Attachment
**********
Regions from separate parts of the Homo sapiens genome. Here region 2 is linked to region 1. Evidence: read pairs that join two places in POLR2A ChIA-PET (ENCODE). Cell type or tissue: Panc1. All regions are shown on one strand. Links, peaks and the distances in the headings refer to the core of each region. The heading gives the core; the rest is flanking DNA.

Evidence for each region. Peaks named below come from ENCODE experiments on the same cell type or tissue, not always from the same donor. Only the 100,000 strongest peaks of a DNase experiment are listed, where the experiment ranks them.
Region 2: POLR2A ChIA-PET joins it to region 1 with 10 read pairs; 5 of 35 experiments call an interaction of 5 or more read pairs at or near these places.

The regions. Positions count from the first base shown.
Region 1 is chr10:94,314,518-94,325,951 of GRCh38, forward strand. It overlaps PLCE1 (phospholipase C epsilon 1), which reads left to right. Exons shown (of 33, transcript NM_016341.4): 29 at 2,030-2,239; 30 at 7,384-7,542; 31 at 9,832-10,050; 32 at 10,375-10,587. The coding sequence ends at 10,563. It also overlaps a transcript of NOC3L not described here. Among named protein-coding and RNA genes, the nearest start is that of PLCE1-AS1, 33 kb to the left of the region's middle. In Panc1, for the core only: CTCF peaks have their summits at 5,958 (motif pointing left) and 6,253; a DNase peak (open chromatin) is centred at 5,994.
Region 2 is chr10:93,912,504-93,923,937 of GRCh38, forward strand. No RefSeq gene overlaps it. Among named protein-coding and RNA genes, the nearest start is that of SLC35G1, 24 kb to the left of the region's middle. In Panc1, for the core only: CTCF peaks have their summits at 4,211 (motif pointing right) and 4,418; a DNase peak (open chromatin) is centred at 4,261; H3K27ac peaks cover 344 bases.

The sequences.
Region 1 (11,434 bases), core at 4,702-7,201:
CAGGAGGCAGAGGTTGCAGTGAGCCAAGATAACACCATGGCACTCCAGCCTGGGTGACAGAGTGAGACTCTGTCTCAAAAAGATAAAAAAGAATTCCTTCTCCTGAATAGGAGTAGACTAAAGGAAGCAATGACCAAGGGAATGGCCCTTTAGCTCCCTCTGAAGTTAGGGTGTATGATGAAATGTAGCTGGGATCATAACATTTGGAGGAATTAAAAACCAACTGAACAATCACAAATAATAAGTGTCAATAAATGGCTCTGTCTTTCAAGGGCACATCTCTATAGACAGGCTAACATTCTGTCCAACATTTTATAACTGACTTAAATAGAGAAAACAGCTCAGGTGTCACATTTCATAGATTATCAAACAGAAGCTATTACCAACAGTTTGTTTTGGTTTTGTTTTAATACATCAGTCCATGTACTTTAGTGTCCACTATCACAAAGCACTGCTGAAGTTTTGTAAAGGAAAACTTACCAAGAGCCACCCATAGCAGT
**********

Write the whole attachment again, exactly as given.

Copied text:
Regions from separate parts of the Homo sapiens genome. Here region 2 is linked to region 1. Evidence: read pairs that join two places in POLR2A ChIA-PET (ENCODE). Cell type or tissue: Panc1. All regions are shown on one strand. Links, peaks and the distances in the headings refer to the core of each region. The heading gives the core; the rest is flanking DNA.

Evidence for each region. Peaks named below come from ENCODE experiments on the same cell type or tissue, not always from the same donor. Only the 100,000 strongest peaks of a DNase experiment are listed, where the experiment ranks them.
Region 2: POLR2A ChIA-PET joins it to region 1 with 10 read pairs; 5 of 35 experiments call an interaction of 5 or more read pairs at or near these places.

The regions. Positions count from the first base shown.
Region 1 is chr10:94,314,518-94,325,951 of GRCh38, forward strand. It overlaps PLCE1 (phospholipase C epsilon 1), which reads left to right. Exons shown (of 33, transcript NM_016341.4): 29 at 2,030-2,239; 30 at 7,384-7,542; 31 at 9,832-10,050; 32 at 10,375-10,587. The coding sequence ends at 10,563. It also overlaps a transcript of NOC3L not described here. Among named protein-coding and RNA genes, the nearest start is that of PLCE1-AS1, 33 kb to the left of the region's middle. In Panc1, for the core only: CTCF peaks have their summits at 5,958 (motif pointing left) and 6,253; a DNase peak (open chromatin) is centred at 5,994.
Region 2 is chr10:93,912,504-93,923,937 of GRCh38, forward strand. No RefSeq gene overlaps it. Among named protein-coding and RNA genes, the nearest start is that of SLC35G1, 24 kb to the left of the region's middle. In Panc1, for the core only: CTCF peaks have their summits at 4,211 (motif pointing right) and 4,418; a DNase peak (open chromatin) is centred at 4,261; H3K27ac peaks cover 344 bases.

The sequences.
Region 1 (11,434 bases), core at 4,702-7,201:
CAGGAGGCAGAGGTTGCAGTGAGCCAAGATAACACCATGGCACTCCAGCCTGGGTGACAGAGTGAGACTCTGTCTCAAAAAGATAAAAAAGAATTCCTTCTCCTGAATAGGAGTAGACTAAAGGAAGCAATGACCAAGGGAATGGCCCTTTAGCTCCCTCTGAAGTTAGGGTGTATGATGAAATGTAGCTGGGATCATAACATTTGGAGGAATTAAAAACCAACTGAACAATCACAAATAATAAGTGTCAATAAATGGCTCTGTCTTTCAAGGGCACATCTCTATAGACAGGCTAACATTCTGTCCAACATTTTATAACTGACTTAAATAGAGAAAACAGCTCAGGTGTCACATTTCATAGATTATCAAACAGAAGCTATTACCAACAGTTTGTTTTGGTTTTGTTTTAATACATCAGTCCATGTACTTTAGTGTCCACTATCACAAAGCACTGCTGAAGTTTTGTAAAGGAAAACTTACCAAGAGCCACCCATAGCAGT